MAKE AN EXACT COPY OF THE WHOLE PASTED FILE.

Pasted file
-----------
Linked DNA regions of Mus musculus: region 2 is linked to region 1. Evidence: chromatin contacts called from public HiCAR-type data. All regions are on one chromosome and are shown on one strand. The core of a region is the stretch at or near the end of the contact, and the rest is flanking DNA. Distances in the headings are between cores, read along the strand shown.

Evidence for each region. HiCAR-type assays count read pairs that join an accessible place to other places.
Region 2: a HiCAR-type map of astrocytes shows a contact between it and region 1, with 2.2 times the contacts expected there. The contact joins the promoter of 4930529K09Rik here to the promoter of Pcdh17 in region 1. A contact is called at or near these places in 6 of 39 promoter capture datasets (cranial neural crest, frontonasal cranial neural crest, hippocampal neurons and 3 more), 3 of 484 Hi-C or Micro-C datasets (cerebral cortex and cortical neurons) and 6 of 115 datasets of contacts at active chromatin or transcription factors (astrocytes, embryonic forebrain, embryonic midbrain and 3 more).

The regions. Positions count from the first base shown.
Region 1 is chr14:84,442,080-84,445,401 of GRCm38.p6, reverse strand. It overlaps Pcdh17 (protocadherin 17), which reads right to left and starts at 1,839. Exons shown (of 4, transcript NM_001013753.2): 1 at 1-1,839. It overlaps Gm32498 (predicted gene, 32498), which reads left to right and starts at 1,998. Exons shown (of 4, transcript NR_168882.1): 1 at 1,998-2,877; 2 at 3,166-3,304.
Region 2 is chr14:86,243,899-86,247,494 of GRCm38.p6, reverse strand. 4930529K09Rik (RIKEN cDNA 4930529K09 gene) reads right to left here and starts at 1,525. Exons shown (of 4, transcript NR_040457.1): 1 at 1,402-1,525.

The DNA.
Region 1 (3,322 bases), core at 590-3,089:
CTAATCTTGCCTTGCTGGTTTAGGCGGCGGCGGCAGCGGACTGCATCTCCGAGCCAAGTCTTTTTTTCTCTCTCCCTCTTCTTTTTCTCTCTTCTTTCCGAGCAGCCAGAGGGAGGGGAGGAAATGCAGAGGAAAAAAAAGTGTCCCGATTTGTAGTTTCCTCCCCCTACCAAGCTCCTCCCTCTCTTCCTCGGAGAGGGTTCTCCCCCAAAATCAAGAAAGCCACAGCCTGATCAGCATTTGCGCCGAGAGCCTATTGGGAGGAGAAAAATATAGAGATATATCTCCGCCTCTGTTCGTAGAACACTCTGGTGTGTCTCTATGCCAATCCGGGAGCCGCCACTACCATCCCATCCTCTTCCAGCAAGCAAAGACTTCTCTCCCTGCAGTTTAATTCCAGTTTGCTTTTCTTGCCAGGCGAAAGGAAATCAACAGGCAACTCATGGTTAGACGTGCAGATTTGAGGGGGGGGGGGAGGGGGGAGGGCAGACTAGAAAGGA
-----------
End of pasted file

Linked DNA regions of Mus musculus: region 2 is linked to region 1. Evidence: chromatin contacts called from public HiCAR-type data. All regions are on one chromosome and are shown on one strand. The core of a region is the stretch at or near the end of the contact, and the rest is flanking DNA. Distances in the headings are between cores, read along the strand shown.

Evidence for each region. HiCAR-type assays count read pairs that join an accessible place to other places.
Region 2: a HiCAR-type map of astrocytes shows a contact between it and region 1, with 2.2 times the contacts expected there. The contact joins the promoter of 4930529K09Rik here to the promoter of Pcdh17 in region 1. A contact is called at or near these places in 6 of 39 promoter capture datasets (cranial neural crest, frontonasal cranial neural crest, hippocampal neurons and 3 more), 3 of 484 Hi-C or Micro-C datasets (cerebral cortex and cortical neurons) and 6 of 115 datasets of contacts at active chromatin or transcription factors (astrocytes, embryonic forebrain, embryonic midbrain and 3 more).

The regions. Positions count from the first base shown.
Region 1 is chr14:84,442,080-84,445,401 of GRCm38.p6, reverse strand. It overlaps Pcdh17 (protocadherin 17), which reads right to left and starts at 1,839. Exons shown (of 4, transcript NM_001013753.2): 1 at 1-1,839. It overlaps Gm32498 (predicted gene, 32498), which reads left to right and starts at 1,998. Exons shown (of 4, transcript NR_168882.1): 1 at 1,998-2,877; 2 at 3,166-3,304.
Region 2 is chr14:86,243,899-86,247,494 of GRCm38.p6, reverse strand. 4930529K09Rik (RIKEN cDNA 4930529K09 gene) reads right to left here and starts at 1,525. Exons shown (of 4, transcript NR_040457.1): 1 at 1,402-1,525.

The DNA.
Region 1 (3,322 bases), core at 590-3,089:
CTAATCTTGCCTTGCTGGTTTAGGCGGCGGCGGCAGCGGACTGCATCTCCGAGCCAAGTCTTTTTTTCTCTCTCCCTCTTCTTTTTCTCTCTTCTTTCCGAGCAGCCAGAGGGAGGGGAGGAAATGCAGAGGAAAAAAAAGTGTCCCGATTTGTAGTTTCCTCCCCCTACCAAGCTCCTCCCTCTCTTCCTCGGAGAGGGTTCTCCCCCAAAATCAAGAAAGCCACAGCCTGATCAGCATTTGCGCCGAGAGCCTATTGGGAGGAGAAAAATATAGAGATATATCTCCGCCTCTGTTCGTAGAACACTCTGGTGTGTCTCTATGCCAATCCGGGAGCCGCCACTACCATCCCATCCTCTTCCAGCAAGCAAAGACTTCTCTCCCTGCAGTTTAATTCCAGTTTGCTTTTCTTGCCAGGCGAAAGGAAATCAACAGGCAACTCATGGTTAGACGTGCAGATTTGAGGGGGGGGGGGAGGGGGGAGGGCAGACTAGAAAGGA